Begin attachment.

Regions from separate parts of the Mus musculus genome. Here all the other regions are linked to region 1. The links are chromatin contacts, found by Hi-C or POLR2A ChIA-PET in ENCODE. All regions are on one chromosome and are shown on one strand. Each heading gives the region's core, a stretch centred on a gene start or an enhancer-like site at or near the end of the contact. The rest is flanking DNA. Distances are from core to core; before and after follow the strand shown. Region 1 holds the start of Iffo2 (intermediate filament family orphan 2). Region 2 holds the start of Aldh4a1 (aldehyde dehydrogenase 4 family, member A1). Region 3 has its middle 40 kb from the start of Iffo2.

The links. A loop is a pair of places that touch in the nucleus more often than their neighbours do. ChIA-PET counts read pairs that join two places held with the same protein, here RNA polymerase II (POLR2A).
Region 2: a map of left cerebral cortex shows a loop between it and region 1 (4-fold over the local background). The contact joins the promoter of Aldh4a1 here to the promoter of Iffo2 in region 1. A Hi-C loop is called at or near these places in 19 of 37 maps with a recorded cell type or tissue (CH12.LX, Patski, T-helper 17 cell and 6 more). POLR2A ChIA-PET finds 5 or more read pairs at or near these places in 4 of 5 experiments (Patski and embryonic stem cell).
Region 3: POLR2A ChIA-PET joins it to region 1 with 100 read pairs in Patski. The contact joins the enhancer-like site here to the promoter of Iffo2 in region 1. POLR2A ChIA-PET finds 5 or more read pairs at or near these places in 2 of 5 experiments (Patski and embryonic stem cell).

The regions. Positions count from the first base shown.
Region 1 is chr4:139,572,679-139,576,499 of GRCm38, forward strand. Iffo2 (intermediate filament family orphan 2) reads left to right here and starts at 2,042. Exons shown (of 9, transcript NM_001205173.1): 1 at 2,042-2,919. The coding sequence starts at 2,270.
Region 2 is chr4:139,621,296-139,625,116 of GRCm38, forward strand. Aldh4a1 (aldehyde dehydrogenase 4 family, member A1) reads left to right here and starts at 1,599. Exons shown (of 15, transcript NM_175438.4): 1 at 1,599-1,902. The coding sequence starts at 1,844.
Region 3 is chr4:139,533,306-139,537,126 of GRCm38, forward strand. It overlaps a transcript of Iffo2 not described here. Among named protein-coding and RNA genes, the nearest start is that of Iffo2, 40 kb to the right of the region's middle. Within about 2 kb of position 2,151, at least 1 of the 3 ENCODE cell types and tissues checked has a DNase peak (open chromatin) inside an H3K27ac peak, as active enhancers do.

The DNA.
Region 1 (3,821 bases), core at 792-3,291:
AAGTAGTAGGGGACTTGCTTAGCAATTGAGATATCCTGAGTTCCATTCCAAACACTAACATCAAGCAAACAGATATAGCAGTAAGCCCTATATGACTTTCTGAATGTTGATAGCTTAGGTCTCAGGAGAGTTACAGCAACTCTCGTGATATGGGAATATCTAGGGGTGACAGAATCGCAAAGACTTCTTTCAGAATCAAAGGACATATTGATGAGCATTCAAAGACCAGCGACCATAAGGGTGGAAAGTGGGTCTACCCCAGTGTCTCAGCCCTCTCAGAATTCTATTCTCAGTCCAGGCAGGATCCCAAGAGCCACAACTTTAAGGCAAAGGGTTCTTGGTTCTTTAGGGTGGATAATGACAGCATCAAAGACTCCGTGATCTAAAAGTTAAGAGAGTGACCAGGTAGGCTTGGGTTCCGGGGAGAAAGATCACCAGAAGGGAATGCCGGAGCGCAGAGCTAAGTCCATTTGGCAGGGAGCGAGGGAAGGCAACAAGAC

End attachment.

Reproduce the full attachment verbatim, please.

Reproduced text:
Regions from separate parts of the Mus musculus genome. Here all the other regions are linked to region 1. The links are chromatin contacts, found by Hi-C or POLR2A ChIA-PET in ENCODE. All regions are on one chromosome and are shown on one strand. Each heading gives the region's core, a stretch centred on a gene start or an enhancer-like site at or near the end of the contact. The rest is flanking DNA. Distances are from core to core; before and after follow the strand shown. Region 1 holds the start of Iffo2 (intermediate filament family orphan 2). Region 2 holds the start of Aldh4a1 (aldehyde dehydrogenase 4 family, member A1). Region 3 has its middle 40 kb from the start of Iffo2.

The links. A loop is a pair of places that touch in the nucleus more often than their neighbours do. ChIA-PET counts read pairs that join two places held with the same protein, here RNA polymerase II (POLR2A).
Region 2: a map of left cerebral cortex shows a loop between it and region 1 (4-fold over the local background). The contact joins the promoter of Aldh4a1 here to the promoter of Iffo2 in region 1. A Hi-C loop is called at or near these places in 19 of 37 maps with a recorded cell type or tissue (CH12.LX, Patski, T-helper 17 cell and 6 more). POLR2A ChIA-PET finds 5 or more read pairs at or near these places in 4 of 5 experiments (Patski and embryonic stem cell).
Region 3: POLR2A ChIA-PET joins it to region 1 with 100 read pairs in Patski. The contact joins the enhancer-like site here to the promoter of Iffo2 in region 1. POLR2A ChIA-PET finds 5 or more read pairs at or near these places in 2 of 5 experiments (Patski and embryonic stem cell).

The regions. Positions count from the first base shown.
Region 1 is chr4:139,572,679-139,576,499 of GRCm38, forward strand. Iffo2 (intermediate filament family orphan 2) reads left to right here and starts at 2,042. Exons shown (of 9, transcript NM_001205173.1): 1 at 2,042-2,919. The coding sequence starts at 2,270.
Region 2 is chr4:139,621,296-139,625,116 of GRCm38, forward strand. Aldh4a1 (aldehyde dehydrogenase 4 family, member A1) reads left to right here and starts at 1,599. Exons shown (of 15, transcript NM_175438.4): 1 at 1,599-1,902. The coding sequence starts at 1,844.
Region 3 is chr4:139,533,306-139,537,126 of GRCm38, forward strand. It overlaps a transcript of Iffo2 not described here. Among named protein-coding and RNA genes, the nearest start is that of Iffo2, 40 kb to the right of the region's middle. Within about 2 kb of position 2,151, at least 1 of the 3 ENCODE cell types and tissues checked has a DNase peak (open chromatin) inside an H3K27ac peak, as active enhancers do.

The DNA.
Region 1 (3,821 bases), core at 792-3,291:
AAGTAGTAGGGGACTTGCTTAGCAATTGAGATATCCTGAGTTCCATTCCAAACACTAACATCAAGCAAACAGATATAGCAGTAAGCCCTATATGACTTTCTGAATGTTGATAGCTTAGGTCTCAGGAGAGTTACAGCAACTCTCGTGATATGGGAATATCTAGGGGTGACAGAATCGCAAAGACTTCTTTCAGAATCAAAGGACATATTGATGAGCATTCAAAGACCAGCGACCATAAGGGTGGAAAGTGGGTCTACCCCAGTGTCTCAGCCCTCTCAGAATTCTATTCTCAGTCCAGGCAGGATCCCAAGAGCCACAACTTTAAGGCAAAGGGTTCTTGGTTCTTTAGGGTGGATAATGACAGCATCAAAGACTCCGTGATCTAAAAGTTAAGAGAGTGACCAGGTAGGCTTGGGTTCCGGGGAGAAAGATCACCAGAAGGGAATGCCGGAGCGCAGAGCTAAGTCCATTTGGCAGGGAGCGAGGGAAGGCAACAAGAC